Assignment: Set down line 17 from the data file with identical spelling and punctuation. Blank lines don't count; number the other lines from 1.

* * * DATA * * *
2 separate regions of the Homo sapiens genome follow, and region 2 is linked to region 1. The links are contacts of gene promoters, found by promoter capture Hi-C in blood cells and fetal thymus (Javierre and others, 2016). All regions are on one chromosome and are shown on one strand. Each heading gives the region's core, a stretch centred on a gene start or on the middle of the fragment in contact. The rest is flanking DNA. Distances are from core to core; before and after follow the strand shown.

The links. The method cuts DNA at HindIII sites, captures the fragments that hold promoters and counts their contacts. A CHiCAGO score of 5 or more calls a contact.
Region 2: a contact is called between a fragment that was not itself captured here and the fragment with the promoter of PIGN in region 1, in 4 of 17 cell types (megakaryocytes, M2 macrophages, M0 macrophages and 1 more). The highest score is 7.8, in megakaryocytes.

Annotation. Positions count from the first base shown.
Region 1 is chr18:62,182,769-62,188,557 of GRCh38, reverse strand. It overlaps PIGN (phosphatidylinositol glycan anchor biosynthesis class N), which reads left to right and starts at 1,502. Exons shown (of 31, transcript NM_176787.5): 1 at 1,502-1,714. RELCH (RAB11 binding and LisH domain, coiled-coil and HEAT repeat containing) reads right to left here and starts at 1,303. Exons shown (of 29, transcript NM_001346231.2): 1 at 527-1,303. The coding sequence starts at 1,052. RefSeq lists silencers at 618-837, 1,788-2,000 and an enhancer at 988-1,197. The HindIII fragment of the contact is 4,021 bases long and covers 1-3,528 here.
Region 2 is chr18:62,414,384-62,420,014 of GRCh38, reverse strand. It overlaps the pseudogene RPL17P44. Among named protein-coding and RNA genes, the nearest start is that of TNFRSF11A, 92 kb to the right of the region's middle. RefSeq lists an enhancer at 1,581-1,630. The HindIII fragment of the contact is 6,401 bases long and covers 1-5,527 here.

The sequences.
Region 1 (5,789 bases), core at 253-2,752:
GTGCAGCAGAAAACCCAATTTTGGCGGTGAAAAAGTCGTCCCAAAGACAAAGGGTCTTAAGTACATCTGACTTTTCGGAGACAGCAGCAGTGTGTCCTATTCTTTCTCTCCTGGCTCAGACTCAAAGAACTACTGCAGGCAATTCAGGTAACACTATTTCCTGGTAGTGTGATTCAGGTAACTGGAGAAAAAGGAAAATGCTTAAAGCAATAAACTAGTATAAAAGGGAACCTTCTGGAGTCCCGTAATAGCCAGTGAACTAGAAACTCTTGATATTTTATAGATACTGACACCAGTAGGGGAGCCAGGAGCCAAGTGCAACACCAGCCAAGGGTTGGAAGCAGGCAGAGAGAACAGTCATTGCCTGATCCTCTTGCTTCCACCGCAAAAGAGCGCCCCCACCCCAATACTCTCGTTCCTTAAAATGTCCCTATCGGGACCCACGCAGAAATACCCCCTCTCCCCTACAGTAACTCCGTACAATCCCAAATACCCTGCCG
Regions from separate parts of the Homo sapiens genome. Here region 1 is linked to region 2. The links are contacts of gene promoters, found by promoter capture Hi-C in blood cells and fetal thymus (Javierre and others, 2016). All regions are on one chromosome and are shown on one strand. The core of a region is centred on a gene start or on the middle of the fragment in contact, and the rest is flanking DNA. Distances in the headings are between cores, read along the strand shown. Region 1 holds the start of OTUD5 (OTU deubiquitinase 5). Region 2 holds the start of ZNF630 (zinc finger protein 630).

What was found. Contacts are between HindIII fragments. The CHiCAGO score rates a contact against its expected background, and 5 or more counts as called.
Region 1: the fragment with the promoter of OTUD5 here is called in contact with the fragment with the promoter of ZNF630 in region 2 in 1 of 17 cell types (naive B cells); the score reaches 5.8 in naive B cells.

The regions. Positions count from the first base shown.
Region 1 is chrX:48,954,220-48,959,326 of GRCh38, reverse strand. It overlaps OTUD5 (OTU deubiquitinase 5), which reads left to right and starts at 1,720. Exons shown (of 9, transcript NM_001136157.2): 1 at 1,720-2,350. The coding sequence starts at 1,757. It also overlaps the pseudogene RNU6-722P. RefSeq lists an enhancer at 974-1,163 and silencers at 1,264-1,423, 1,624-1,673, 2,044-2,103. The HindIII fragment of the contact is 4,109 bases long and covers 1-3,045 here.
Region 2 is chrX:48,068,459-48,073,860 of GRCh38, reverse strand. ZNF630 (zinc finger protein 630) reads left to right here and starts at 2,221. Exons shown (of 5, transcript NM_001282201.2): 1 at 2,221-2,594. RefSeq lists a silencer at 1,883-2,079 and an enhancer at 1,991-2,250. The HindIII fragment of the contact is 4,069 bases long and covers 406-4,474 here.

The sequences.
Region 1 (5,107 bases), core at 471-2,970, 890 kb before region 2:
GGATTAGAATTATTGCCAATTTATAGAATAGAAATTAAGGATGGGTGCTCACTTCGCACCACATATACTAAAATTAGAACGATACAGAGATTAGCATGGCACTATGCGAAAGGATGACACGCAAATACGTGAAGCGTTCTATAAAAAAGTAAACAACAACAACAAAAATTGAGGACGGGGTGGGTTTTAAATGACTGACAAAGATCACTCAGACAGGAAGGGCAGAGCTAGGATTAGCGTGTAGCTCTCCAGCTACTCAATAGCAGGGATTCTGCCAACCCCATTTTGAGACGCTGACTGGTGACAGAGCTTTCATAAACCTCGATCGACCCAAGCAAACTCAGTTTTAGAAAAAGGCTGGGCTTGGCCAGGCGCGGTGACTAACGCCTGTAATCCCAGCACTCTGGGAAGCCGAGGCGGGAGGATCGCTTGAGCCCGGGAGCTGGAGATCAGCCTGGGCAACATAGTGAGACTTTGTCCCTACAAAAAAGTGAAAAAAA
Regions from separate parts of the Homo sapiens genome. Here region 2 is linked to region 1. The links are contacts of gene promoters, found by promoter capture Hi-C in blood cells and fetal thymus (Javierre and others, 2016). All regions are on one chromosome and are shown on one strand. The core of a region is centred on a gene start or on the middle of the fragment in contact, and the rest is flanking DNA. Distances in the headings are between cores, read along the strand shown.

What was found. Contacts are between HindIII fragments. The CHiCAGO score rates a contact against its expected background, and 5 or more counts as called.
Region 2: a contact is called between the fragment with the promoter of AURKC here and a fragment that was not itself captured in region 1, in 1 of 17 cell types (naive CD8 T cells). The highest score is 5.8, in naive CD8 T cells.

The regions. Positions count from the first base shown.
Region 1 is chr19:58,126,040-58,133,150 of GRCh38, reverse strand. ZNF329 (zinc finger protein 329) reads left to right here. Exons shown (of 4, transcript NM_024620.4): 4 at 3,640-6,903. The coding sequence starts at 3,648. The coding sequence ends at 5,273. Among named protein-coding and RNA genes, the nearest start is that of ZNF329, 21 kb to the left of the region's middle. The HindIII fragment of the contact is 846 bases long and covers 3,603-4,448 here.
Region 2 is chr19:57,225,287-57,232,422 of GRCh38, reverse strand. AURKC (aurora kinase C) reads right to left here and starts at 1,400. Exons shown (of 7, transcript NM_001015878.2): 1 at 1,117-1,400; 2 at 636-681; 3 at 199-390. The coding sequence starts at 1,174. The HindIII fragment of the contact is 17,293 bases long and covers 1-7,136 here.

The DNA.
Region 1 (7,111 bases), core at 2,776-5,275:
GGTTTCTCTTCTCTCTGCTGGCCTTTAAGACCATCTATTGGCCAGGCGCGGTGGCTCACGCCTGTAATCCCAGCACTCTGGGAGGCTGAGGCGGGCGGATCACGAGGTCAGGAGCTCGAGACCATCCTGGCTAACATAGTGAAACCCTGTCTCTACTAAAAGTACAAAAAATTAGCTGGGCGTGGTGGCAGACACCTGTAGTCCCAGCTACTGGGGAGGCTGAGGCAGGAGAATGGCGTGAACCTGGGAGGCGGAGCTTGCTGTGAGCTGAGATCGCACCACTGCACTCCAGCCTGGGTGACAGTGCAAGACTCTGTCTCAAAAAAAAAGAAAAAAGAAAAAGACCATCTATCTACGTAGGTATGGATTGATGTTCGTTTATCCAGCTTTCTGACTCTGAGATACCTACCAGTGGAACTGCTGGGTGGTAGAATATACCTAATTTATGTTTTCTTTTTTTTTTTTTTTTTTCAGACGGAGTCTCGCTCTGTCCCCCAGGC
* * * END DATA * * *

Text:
Region 1 (5,107 bases), core at 471-2,970, 890 kb before region 2: